As a new landlord, you may be faced with new challenges. It’s important to go into this role headstrong and with a determined attitude. In this article, we’ll give you a few tips to keep in mind as you begin your responsibilities as a landlord. Keep reading to learn more.

Get a Home Warranty Plan

A home warranty plan can be a great asset for your properties, especially if you don’t want to do repairs yourself. Whenever a tenant needs a repair, you can simply submit a request to the home warranty company. Doing this saves you time on repairs and finding a reputable contractor as well as give quality repairs if you aren’t an experienced handyman.

Having a home warranty company can also help if you don’t live near your rental properties. To learn more about what home warranty plan may be best for your properties, check out reviews of Florida home warranties.

Don’t Become Too Personal With Your Tenants

As a new landlord, getting your first tenants can be an exciting experience. Your first tenants may make you feel successful, but you may feel more connected to them. It’s important to not have a personal relationship with your tenants as a landlord. If you become too close to your tenants, it may be tough to make important decisions, and can cause serious conflict if problems like late rent payments or evictions arise.

With that being said, you may want to seriously consider whether or not you want to rent your properties to family or friends. While you may want to help them out, it is possible that they can take advantage of their relationship with you.

Treat Your Properties Like Your Own Business

You need to be serious about the properties you are renting out. Being a landlord isn’t just renting out your property to another person. It’s about staying updated with laws, regulations, payments, maintenance, management, and more. Unless you hire a property management company to manage your rentals, you’ll be doing the work yourself.

The more you take your rental properties seriously, the more successful you will be. This includes properties you stay in as well, such as vacation homes.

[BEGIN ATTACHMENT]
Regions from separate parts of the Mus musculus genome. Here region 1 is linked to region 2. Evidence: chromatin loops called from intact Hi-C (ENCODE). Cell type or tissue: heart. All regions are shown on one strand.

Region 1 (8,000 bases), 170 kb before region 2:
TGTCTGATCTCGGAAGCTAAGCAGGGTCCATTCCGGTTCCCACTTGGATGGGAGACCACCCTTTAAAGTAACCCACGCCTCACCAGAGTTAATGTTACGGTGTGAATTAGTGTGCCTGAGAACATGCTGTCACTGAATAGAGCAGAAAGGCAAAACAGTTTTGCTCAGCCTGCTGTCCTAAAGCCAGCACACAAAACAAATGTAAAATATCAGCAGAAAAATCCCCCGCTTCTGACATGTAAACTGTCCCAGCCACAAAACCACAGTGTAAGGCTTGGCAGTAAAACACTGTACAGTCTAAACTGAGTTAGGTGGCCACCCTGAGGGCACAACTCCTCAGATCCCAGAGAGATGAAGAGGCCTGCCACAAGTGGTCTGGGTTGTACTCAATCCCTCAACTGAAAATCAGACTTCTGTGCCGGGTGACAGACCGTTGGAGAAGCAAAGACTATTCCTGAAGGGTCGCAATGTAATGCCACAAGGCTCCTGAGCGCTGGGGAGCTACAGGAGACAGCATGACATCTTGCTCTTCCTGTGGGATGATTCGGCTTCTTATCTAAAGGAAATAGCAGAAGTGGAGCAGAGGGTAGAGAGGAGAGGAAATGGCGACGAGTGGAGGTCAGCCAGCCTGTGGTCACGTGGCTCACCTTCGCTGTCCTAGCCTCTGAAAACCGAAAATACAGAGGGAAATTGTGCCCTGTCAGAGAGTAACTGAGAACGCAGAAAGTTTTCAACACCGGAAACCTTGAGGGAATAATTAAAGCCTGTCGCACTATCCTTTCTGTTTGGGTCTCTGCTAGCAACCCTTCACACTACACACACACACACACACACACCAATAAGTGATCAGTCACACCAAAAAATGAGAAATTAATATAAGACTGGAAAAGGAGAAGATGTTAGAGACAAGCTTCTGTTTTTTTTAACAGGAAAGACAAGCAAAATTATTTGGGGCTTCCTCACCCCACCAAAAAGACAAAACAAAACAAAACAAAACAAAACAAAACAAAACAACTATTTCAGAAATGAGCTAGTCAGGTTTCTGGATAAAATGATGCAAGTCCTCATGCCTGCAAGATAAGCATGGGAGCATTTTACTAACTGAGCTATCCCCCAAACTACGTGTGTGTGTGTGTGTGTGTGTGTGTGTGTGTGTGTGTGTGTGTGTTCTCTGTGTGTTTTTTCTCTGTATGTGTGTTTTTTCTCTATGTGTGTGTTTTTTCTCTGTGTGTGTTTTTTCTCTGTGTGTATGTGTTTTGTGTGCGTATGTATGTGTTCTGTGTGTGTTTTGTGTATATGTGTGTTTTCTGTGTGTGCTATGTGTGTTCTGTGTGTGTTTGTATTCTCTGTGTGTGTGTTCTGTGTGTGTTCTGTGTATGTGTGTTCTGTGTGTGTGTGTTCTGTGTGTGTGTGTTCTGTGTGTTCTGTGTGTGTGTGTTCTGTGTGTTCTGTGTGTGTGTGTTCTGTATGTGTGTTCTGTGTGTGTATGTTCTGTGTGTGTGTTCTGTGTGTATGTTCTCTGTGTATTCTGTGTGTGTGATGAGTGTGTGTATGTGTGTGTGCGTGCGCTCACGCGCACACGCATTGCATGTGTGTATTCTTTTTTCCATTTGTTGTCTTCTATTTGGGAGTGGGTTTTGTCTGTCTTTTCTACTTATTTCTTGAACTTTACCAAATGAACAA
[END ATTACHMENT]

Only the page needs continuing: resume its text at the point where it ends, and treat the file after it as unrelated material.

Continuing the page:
Don’t Be Too Intrusive

Yes, you are the owner of the properties you rent out. However, you should not be intruding in the lives of your tenants. While you should play an active role in maintaining your properties, no tenant wants their landlord to make frequent visits. Additionally, never enter the property unless there is an emergency. Certain states require landlords to give notice before entering a property, but even if there is no such law in your state, you should respect your tenant’s privacy.

Keep Up to Date

As mentioned above, you should treat your property like a business. Part of this means keeping up to date with any laws and regulations on both the national and local levels. New laws can be put into effect at any time, and can potentially change the way you manage your property. Without keeping up to date, you may find yourself breaking rules and regulations without knowing it. As long as you pay attention to real estate news, you should be okay.

Once you are up to date, make sure you keep your properties in accordance with the regulations. Don’t ignore any needed updates just to save money.

By following these tips, you’ll find yourself in a good position as a new landlord. Becoming a successful landlord takes time and dedication. Whether you only want to rent out one property or you want to acquire multiple properties, you should treat the job all the same.

Stephen K. Hachey Can Help You Wade Through This Difficult Process To Reach A Positive Solution. Call 813-549-0096 Today!

***The opinions in this post are solely those of the author. The author takes full responsibility for the content. Like all blog posts, this is offered for general information purposes and does not constitute legal advice.***

As a landlord, one of the best ways to protect yourself is to require tenants to sign a rental agreement or lease. This document should outline all obligations and rights of both parties–the landlord and the renter. Regardless of the agreed upon terms, however, state law under the Florida Residential Landlord Tenant Act always trumps policies in the lease. For this reason, it is highly recommended that all state laws be reviewed to ensure the Florida Landlord Tenant Laws and your lease align. Otherwise, you may find yourself in a losing legal battle you didn’t bargain for. As a landlord, here is a brief overview of the laws you should follow.